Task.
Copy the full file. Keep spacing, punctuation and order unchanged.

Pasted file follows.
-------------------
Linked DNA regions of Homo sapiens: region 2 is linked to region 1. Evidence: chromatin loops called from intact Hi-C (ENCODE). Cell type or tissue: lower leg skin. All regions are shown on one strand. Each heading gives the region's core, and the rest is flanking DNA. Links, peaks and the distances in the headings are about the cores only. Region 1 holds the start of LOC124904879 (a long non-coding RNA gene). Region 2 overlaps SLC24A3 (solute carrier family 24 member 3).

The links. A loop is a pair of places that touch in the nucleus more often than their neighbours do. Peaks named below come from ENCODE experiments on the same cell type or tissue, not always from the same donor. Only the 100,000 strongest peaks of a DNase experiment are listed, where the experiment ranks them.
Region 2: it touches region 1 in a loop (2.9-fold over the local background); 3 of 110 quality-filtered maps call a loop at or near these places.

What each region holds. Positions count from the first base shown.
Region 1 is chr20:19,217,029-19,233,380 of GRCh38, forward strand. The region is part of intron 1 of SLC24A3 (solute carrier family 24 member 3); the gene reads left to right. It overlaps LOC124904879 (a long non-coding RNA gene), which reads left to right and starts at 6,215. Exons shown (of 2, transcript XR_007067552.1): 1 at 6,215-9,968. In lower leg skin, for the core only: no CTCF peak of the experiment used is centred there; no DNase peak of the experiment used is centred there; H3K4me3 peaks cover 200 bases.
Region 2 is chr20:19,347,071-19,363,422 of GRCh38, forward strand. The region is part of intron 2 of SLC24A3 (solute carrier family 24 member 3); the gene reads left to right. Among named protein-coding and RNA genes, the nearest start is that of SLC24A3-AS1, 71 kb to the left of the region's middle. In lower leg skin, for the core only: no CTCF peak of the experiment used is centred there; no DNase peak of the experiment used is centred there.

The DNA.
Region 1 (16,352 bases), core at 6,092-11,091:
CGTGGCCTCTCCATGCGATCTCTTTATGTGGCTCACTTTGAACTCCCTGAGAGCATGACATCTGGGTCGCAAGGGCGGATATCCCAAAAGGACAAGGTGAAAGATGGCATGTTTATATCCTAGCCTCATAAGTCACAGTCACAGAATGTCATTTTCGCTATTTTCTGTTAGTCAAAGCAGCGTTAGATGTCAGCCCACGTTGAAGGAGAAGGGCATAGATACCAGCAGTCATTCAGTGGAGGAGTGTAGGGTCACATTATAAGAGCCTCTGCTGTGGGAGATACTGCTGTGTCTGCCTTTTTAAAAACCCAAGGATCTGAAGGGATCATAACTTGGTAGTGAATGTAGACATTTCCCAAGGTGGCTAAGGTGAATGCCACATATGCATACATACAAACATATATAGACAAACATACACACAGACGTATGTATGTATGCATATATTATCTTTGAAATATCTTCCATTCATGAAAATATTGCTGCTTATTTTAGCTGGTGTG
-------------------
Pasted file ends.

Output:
Linked DNA regions of Homo sapiens: region 2 is linked to region 1. Evidence: chromatin loops called from intact Hi-C (ENCODE). Cell type or tissue: lower leg skin. All regions are shown on one strand. Each heading gives the region's core, and the rest is flanking DNA. Links, peaks and the distances in the headings are about the cores only. Region 1 holds the start of LOC124904879 (a long non-coding RNA gene). Region 2 overlaps SLC24A3 (solute carrier family 24 member 3).

The links. A loop is a pair of places that touch in the nucleus more often than their neighbours do. Peaks named below come from ENCODE experiments on the same cell type or tissue, not always from the same donor. Only the 100,000 strongest peaks of a DNase experiment are listed, where the experiment ranks them.
Region 2: it touches region 1 in a loop (2.9-fold over the local background); 3 of 110 quality-filtered maps call a loop at or near these places.

What each region holds. Positions count from the first base shown.
Region 1 is chr20:19,217,029-19,233,380 of GRCh38, forward strand. The region is part of intron 1 of SLC24A3 (solute carrier family 24 member 3); the gene reads left to right. It overlaps LOC124904879 (a long non-coding RNA gene), which reads left to right and starts at 6,215. Exons shown (of 2, transcript XR_007067552.1): 1 at 6,215-9,968. In lower leg skin, for the core only: no CTCF peak of the experiment used is centred there; no DNase peak of the experiment used is centred there; H3K4me3 peaks cover 200 bases.
Region 2 is chr20:19,347,071-19,363,422 of GRCh38, forward strand. The region is part of intron 2 of SLC24A3 (solute carrier family 24 member 3); the gene reads left to right. Among named protein-coding and RNA genes, the nearest start is that of SLC24A3-AS1, 71 kb to the left of the region's middle. In lower leg skin, for the core only: no CTCF peak of the experiment used is centred there; no DNase peak of the experiment used is centred there.

The DNA.
Region 1 (16,352 bases), core at 6,092-11,091:
CGTGGCCTCTCCATGCGATCTCTTTATGTGGCTCACTTTGAACTCCCTGAGAGCATGACATCTGGGTCGCAAGGGCGGATATCCCAAAAGGACAAGGTGAAAGATGGCATGTTTATATCCTAGCCTCATAAGTCACAGTCACAGAATGTCATTTTCGCTATTTTCTGTTAGTCAAAGCAGCGTTAGATGTCAGCCCACGTTGAAGGAGAAGGGCATAGATACCAGCAGTCATTCAGTGGAGGAGTGTAGGGTCACATTATAAGAGCCTCTGCTGTGGGAGATACTGCTGTGTCTGCCTTTTTAAAAACCCAAGGATCTGAAGGGATCATAACTTGGTAGTGAATGTAGACATTTCCCAAGGTGGCTAAGGTGAATGCCACATATGCATACATACAAACATATATAGACAAACATACACACAGACGTATGTATGTATGCATATATTATCTTTGAAATATCTTCCATTCATGAAAATATTGCTGCTTATTTTAGCTGGTGTG